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Health, Science, Environment

St. Louis’ senior citizens can get rides to the store in electric cars

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Niara Savage
/
St. Louis Public Radio
Seniors in St. Louis can get free rides in electric Chevy Bolts.

Seniors in St. Louis will soon receive nonemergency transportation to grocery stores, doctor’s appointments and social activities through a new electric car-sharing service.

The St. Louis Vehicle Electrification Rides for Seniors program launched this week. It provides electric vehicles to the Northside Youth and Senior Service Center and City Seniors Inc., in south city.

The SiLVERS program was implemented by Portland, Oregon-based group Forth, which advocates for laws and policies to expand the use of clean transportation and to offset reliance on fossil fuels.

Forth program manager Connor Herman said the nonprofit selected St. Louis as the location for the service because cities outside the East and West Coasts are sometimes overlooked when it comes to promoting and utilizing sustainable technology.

The goal of the project is to demonstrate in a Midwestern state “that this type of technology works,” Herman said.

The federal Department of Energy awarded Forth funding for the program in July 2020. The advocacy group partnered with the City of St. Louis, Ameren, General Motors and Bloomberg Philanthropies American Cities Climate Challenge to bring the service to the city.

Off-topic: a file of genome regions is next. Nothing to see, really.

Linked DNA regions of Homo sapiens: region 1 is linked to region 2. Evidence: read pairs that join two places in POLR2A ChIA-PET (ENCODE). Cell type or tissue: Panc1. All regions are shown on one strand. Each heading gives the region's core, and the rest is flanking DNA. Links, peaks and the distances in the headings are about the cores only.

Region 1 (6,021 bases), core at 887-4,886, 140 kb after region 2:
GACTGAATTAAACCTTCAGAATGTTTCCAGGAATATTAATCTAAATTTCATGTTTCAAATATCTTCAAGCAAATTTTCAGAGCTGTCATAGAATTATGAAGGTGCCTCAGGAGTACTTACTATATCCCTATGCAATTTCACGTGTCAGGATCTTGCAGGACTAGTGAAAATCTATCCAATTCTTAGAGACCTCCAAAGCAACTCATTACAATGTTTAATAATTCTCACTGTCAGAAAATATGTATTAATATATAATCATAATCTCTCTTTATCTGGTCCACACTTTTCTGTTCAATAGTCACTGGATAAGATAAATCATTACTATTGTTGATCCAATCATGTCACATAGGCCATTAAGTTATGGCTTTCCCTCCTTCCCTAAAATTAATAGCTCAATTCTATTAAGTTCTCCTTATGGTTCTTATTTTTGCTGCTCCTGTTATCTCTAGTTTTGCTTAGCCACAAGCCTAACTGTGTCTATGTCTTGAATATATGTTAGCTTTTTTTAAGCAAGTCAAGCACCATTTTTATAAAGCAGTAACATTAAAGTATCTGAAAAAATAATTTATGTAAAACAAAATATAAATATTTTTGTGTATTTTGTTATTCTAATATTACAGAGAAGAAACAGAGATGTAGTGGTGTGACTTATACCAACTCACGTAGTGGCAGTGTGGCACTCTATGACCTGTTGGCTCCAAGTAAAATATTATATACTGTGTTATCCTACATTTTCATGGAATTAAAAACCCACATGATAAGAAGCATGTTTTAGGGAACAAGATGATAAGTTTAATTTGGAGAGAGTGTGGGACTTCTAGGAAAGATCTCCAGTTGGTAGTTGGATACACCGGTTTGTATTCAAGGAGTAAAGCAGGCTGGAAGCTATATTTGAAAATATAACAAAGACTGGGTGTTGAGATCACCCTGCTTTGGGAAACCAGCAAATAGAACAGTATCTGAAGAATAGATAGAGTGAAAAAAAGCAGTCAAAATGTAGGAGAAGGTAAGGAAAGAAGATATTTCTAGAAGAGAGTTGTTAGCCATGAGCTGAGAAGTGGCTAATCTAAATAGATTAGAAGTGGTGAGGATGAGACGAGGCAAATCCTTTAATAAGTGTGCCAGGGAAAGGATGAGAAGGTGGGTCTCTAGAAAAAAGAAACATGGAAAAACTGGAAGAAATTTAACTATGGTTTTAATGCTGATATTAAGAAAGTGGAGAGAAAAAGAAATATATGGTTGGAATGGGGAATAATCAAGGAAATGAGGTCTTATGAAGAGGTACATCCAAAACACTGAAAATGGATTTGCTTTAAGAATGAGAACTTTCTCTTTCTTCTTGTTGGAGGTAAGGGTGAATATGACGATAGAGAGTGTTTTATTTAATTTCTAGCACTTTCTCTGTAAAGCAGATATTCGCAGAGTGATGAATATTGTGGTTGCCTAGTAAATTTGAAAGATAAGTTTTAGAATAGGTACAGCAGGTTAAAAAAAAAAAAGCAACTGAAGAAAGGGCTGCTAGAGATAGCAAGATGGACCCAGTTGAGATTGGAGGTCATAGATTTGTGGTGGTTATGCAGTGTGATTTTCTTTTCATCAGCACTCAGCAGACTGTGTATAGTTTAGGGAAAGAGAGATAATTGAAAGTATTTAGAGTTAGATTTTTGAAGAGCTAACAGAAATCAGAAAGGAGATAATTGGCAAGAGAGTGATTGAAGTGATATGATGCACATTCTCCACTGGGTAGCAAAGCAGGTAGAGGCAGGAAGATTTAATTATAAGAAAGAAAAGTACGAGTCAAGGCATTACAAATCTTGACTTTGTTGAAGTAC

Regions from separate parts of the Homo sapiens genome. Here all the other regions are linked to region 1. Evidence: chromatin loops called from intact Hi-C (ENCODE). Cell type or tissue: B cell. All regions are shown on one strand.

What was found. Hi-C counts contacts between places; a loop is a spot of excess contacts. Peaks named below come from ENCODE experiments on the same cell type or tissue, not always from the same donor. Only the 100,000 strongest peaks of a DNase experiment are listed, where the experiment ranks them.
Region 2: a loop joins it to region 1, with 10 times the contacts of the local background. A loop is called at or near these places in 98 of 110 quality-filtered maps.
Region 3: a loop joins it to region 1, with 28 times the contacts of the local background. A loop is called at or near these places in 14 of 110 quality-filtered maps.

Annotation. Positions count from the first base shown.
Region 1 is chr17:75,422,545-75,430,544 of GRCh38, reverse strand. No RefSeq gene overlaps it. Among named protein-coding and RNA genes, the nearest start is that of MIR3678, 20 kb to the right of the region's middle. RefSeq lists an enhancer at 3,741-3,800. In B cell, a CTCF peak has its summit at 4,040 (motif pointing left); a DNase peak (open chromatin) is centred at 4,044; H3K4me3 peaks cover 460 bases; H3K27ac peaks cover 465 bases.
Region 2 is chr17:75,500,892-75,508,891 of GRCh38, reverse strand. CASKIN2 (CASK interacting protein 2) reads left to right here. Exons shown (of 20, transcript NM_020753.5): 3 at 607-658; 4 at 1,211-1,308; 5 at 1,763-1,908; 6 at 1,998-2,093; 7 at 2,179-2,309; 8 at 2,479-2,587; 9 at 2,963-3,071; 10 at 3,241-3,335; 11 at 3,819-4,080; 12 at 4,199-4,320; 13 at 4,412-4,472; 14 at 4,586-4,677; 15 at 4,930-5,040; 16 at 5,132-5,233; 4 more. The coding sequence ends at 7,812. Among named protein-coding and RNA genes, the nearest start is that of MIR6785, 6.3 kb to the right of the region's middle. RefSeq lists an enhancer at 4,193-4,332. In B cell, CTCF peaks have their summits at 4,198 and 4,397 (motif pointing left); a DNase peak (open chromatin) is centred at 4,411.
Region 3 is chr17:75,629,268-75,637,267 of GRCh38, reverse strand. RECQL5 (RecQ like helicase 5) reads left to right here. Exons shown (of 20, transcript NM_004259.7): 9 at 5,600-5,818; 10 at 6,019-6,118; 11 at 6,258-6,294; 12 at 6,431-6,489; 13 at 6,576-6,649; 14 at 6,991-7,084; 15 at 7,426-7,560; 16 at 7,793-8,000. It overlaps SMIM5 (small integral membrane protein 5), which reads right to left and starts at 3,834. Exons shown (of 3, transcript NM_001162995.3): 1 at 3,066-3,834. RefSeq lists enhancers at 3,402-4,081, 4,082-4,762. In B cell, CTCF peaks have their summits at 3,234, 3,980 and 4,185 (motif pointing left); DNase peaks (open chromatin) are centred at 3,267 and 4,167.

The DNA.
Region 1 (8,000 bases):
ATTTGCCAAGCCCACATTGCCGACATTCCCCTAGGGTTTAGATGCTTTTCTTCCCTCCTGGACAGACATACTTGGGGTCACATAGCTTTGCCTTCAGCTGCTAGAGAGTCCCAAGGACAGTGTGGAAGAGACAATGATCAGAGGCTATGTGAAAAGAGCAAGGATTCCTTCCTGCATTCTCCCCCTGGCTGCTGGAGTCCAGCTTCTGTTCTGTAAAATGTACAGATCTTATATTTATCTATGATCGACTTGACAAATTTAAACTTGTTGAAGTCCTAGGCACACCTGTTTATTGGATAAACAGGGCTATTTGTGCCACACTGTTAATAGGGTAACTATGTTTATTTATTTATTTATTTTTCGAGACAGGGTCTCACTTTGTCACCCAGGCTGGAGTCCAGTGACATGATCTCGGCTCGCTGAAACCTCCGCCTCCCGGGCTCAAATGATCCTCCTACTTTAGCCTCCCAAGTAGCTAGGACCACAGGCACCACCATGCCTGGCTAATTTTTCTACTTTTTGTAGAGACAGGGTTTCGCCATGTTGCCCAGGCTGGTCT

Jennifer Bess, executive director of City Seniors, said the program will improve the quality of life for seniors.

“We’re really excited because we can offer a generation who only imagined electric vehicles the opportunity to ride in an electric vehicle,” Bess said.

The center has received two electric Chevy Bolts and will serve residents on the south side of the city after charging stations are fully installed. People over 60 can schedule rides by making a phone call.

Bloomberg Philanthropies included St. Louis as one of 25 cities in its American Cities Climate Challenge in 2018. The initiative is aimed at helping cities address the climate crisis and promote a more sustainable future.

The total price tag to run the program for three years is about $1 million, including the cost of the vehicles, insurance, charging stations and staff time to develop the project. During the three-year period, Forth will partner with electric vehicle software company AmpUp to track the number of rides given and measure the amount of energy required to power the vehicles. It will then compare the data to the amount of fuel needed to power a typical combustion engine vehicle.

The Northside Youth and Senior Service Center received three electric vehicles.

Shana Watson, the center’s director, said seniors were visibly excited about the electric cars at the ribbon-cutting ceremony Thursday.

“A lot of them wanted to sit in [the vehicles] and look under the hood and see what’s in there and see that it’s only a battery and a few other fluids,” Watson said.

While there are already several options for seniors to receive transportation in St. Louis, Watson said the smaller electric vehicles may allow seniors to travel longer distances outside of the city. She added that the need for transportation has grown during the pandemic because vans typically used to transport seniors can only be filled to half-capacity to ensure social distancing.

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Niara Savage
Charging stations are fully installed at Northside Youth and Senior Service Center.

Charging stations at Northside are fully installed, but the center isn’t up and running yet. Watson said Northside will start offering rides sometime this month, after drivers receive training arranged by Forth.

Follow Niara on Twitter: @niaraalexandra

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